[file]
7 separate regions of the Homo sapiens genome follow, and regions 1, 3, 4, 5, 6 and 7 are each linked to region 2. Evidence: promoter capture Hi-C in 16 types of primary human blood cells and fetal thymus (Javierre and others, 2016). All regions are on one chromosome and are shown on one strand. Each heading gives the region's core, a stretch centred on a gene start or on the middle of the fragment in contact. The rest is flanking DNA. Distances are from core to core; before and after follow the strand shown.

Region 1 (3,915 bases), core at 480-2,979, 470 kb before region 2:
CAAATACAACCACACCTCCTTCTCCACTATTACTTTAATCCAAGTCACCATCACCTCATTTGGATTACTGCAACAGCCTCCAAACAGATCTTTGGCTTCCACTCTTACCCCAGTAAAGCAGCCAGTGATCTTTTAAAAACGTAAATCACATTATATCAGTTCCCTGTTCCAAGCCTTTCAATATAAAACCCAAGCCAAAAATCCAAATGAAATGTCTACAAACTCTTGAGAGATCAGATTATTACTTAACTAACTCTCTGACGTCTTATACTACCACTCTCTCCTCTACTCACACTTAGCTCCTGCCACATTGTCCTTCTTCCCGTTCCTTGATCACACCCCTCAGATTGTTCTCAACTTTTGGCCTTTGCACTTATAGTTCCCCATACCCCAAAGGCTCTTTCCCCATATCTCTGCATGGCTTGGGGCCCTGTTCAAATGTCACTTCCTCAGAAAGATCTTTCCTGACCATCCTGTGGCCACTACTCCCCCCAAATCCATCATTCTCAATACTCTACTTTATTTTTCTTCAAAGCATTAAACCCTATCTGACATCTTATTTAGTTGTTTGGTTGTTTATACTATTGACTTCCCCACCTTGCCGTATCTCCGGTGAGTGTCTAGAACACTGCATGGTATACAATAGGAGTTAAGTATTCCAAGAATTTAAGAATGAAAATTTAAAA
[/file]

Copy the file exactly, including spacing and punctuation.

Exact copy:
7 separate regions of the Homo sapiens genome follow, and regions 1, 3, 4, 5, 6 and 7 are each linked to region 2. Evidence: promoter capture Hi-C in 16 types of primary human blood cells and fetal thymus (Javierre and others, 2016). All regions are on one chromosome and are shown on one strand. Each heading gives the region's core, a stretch centred on a gene start or on the middle of the fragment in contact. The rest is flanking DNA. Distances are from core to core; before and after follow the strand shown.

Region 1 (3,915 bases), core at 480-2,979, 470 kb before region 2:
CAAATACAACCACACCTCCTTCTCCACTATTACTTTAATCCAAGTCACCATCACCTCATTTGGATTACTGCAACAGCCTCCAAACAGATCTTTGGCTTCCACTCTTACCCCAGTAAAGCAGCCAGTGATCTTTTAAAAACGTAAATCACATTATATCAGTTCCCTGTTCCAAGCCTTTCAATATAAAACCCAAGCCAAAAATCCAAATGAAATGTCTACAAACTCTTGAGAGATCAGATTATTACTTAACTAACTCTCTGACGTCTTATACTACCACTCTCTCCTCTACTCACACTTAGCTCCTGCCACATTGTCCTTCTTCCCGTTCCTTGATCACACCCCTCAGATTGTTCTCAACTTTTGGCCTTTGCACTTATAGTTCCCCATACCCCAAAGGCTCTTTCCCCATATCTCTGCATGGCTTGGGGCCCTGTTCAAATGTCACTTCCTCAGAAAGATCTTTCCTGACCATCCTGTGGCCACTACTCCCCCCAAATCCATCATTCTCAATACTCTACTTTATTTTTCTTCAAAGCATTAAACCCTATCTGACATCTTATTTAGTTGTTTGGTTGTTTATACTATTGACTTCCCCACCTTGCCGTATCTCCGGTGAGTGTCTAGAACACTGCATGGTATACAATAGGAGTTAAGTATTCCAAGAATTTAAGAATGAAAATTTAAAA